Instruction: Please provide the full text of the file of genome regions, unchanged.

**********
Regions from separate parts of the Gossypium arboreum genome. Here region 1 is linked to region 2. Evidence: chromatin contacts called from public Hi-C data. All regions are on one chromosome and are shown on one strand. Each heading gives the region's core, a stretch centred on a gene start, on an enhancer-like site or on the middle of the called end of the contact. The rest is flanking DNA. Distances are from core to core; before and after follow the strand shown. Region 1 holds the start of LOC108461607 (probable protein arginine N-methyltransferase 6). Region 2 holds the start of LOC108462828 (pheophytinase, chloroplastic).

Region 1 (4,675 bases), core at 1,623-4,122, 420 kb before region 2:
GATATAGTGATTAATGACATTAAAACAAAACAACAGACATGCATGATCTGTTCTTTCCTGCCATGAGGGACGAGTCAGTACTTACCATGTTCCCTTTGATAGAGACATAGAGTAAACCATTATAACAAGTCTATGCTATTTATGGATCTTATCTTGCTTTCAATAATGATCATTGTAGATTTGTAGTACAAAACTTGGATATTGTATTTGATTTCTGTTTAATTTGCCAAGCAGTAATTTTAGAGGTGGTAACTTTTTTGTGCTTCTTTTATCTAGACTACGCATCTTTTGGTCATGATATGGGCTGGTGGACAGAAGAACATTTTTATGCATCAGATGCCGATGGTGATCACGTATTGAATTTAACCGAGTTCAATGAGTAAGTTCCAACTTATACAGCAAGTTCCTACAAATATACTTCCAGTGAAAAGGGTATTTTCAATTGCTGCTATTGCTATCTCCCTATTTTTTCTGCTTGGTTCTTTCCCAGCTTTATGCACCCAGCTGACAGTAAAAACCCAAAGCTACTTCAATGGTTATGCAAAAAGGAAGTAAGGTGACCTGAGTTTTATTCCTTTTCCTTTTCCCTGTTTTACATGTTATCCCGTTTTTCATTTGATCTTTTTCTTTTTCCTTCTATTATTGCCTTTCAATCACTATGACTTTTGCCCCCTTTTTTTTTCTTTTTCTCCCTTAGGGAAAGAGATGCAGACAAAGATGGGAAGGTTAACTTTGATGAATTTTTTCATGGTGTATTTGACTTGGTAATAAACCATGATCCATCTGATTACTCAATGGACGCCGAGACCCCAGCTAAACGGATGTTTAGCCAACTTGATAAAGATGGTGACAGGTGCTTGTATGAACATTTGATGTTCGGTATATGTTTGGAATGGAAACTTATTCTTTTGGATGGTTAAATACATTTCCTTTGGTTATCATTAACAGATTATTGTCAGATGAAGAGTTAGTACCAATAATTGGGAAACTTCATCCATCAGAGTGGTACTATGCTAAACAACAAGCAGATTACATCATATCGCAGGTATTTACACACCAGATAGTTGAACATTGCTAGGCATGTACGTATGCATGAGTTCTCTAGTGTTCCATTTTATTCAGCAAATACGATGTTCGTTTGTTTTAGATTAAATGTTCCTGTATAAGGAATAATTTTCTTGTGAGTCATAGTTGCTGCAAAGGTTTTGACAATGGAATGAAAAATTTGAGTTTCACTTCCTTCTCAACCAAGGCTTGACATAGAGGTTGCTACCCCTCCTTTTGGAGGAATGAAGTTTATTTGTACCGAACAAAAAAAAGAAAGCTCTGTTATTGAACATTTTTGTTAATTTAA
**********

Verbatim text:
Regions from separate parts of the Gossypium arboreum genome. Here region 1 is linked to region 2. Evidence: chromatin contacts called from public Hi-C data. All regions are on one chromosome and are shown on one strand. Each heading gives the region's core, a stretch centred on a gene start, on an enhancer-like site or on the middle of the called end of the contact. The rest is flanking DNA. Distances are from core to core; before and after follow the strand shown. Region 1 holds the start of LOC108461607 (probable protein arginine N-methyltransferase 6). Region 2 holds the start of LOC108462828 (pheophytinase, chloroplastic).

Region 1 (4,675 bases), core at 1,623-4,122, 420 kb before region 2:
GATATAGTGATTAATGACATTAAAACAAAACAACAGACATGCATGATCTGTTCTTTCCTGCCATGAGGGACGAGTCAGTACTTACCATGTTCCCTTTGATAGAGACATAGAGTAAACCATTATAACAAGTCTATGCTATTTATGGATCTTATCTTGCTTTCAATAATGATCATTGTAGATTTGTAGTACAAAACTTGGATATTGTATTTGATTTCTGTTTAATTTGCCAAGCAGTAATTTTAGAGGTGGTAACTTTTTTGTGCTTCTTTTATCTAGACTACGCATCTTTTGGTCATGATATGGGCTGGTGGACAGAAGAACATTTTTATGCATCAGATGCCGATGGTGATCACGTATTGAATTTAACCGAGTTCAATGAGTAAGTTCCAACTTATACAGCAAGTTCCTACAAATATACTTCCAGTGAAAAGGGTATTTTCAATTGCTGCTATTGCTATCTCCCTATTTTTTCTGCTTGGTTCTTTCCCAGCTTTATGCACCCAGCTGACAGTAAAAACCCAAAGCTACTTCAATGGTTATGCAAAAAGGAAGTAAGGTGACCTGAGTTTTATTCCTTTTCCTTTTCCCTGTTTTACATGTTATCCCGTTTTTCATTTGATCTTTTTCTTTTTCCTTCTATTATTGCCTTTCAATCACTATGACTTTTGCCCCCTTTTTTTTTCTTTTTCTCCCTTAGGGAAAGAGATGCAGACAAAGATGGGAAGGTTAACTTTGATGAATTTTTTCATGGTGTATTTGACTTGGTAATAAACCATGATCCATCTGATTACTCAATGGACGCCGAGACCCCAGCTAAACGGATGTTTAGCCAACTTGATAAAGATGGTGACAGGTGCTTGTATGAACATTTGATGTTCGGTATATGTTTGGAATGGAAACTTATTCTTTTGGATGGTTAAATACATTTCCTTTGGTTATCATTAACAGATTATTGTCAGATGAAGAGTTAGTACCAATAATTGGGAAACTTCATCCATCAGAGTGGTACTATGCTAAACAACAAGCAGATTACATCATATCGCAGGTATTTACACACCAGATAGTTGAACATTGCTAGGCATGTACGTATGCATGAGTTCTCTAGTGTTCCATTTTATTCAGCAAATACGATGTTCGTTTGTTTTAGATTAAATGTTCCTGTATAAGGAATAATTTTCTTGTGAGTCATAGTTGCTGCAAAGGTTTTGACAATGGAATGAAAAATTTGAGTTTCACTTCCTTCTCAACCAAGGCTTGACATAGAGGTTGCTACCCCTCCTTTTGGAGGAATGAAGTTTATTTGTACCGAACAAAAAAAAGAAAGCTCTGTTATTGAACATTTTTGTTAATTTAA